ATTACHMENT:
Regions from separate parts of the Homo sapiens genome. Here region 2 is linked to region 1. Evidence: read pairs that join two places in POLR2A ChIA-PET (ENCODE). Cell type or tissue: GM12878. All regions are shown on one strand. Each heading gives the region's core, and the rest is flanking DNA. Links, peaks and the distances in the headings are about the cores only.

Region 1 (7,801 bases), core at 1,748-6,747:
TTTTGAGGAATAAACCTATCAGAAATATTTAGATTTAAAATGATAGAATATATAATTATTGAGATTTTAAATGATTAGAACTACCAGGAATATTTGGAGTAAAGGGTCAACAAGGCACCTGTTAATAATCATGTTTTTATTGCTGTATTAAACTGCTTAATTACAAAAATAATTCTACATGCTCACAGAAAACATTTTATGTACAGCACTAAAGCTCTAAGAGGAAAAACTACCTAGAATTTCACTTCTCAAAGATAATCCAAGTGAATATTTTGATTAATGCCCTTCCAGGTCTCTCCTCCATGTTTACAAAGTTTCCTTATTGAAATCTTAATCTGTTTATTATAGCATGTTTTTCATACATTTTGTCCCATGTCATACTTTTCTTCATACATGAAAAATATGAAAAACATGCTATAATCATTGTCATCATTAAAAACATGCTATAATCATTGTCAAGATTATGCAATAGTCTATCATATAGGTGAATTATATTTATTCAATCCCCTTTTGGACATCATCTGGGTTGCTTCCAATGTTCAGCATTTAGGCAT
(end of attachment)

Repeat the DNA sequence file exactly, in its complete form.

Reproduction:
Regions from separate parts of the Homo sapiens genome. Here region 2 is linked to region 1. Evidence: read pairs that join two places in POLR2A ChIA-PET (ENCODE). Cell type or tissue: GM12878. All regions are shown on one strand. Each heading gives the region's core, and the rest is flanking DNA. Links, peaks and the distances in the headings are about the cores only.

Region 1 (7,801 bases), core at 1,748-6,747:
TTTTGAGGAATAAACCTATCAGAAATATTTAGATTTAAAATGATAGAATATATAATTATTGAGATTTTAAATGATTAGAACTACCAGGAATATTTGGAGTAAAGGGTCAACAAGGCACCTGTTAATAATCATGTTTTTATTGCTGTATTAAACTGCTTAATTACAAAAATAATTCTACATGCTCACAGAAAACATTTTATGTACAGCACTAAAGCTCTAAGAGGAAAAACTACCTAGAATTTCACTTCTCAAAGATAATCCAAGTGAATATTTTGATTAATGCCCTTCCAGGTCTCTCCTCCATGTTTACAAAGTTTCCTTATTGAAATCTTAATCTGTTTATTATAGCATGTTTTTCATACATTTTGTCCCATGTCATACTTTTCTTCATACATGAAAAATATGAAAAACATGCTATAATCATTGTCATCATTAAAAACATGCTATAATCATTGTCAAGATTATGCAATAGTCTATCATATAGGTGAATTATATTTATTCAATCCCCTTTTGGACATCATCTGGGTTGCTTCCAATGTTCAGCATTTAGGCAT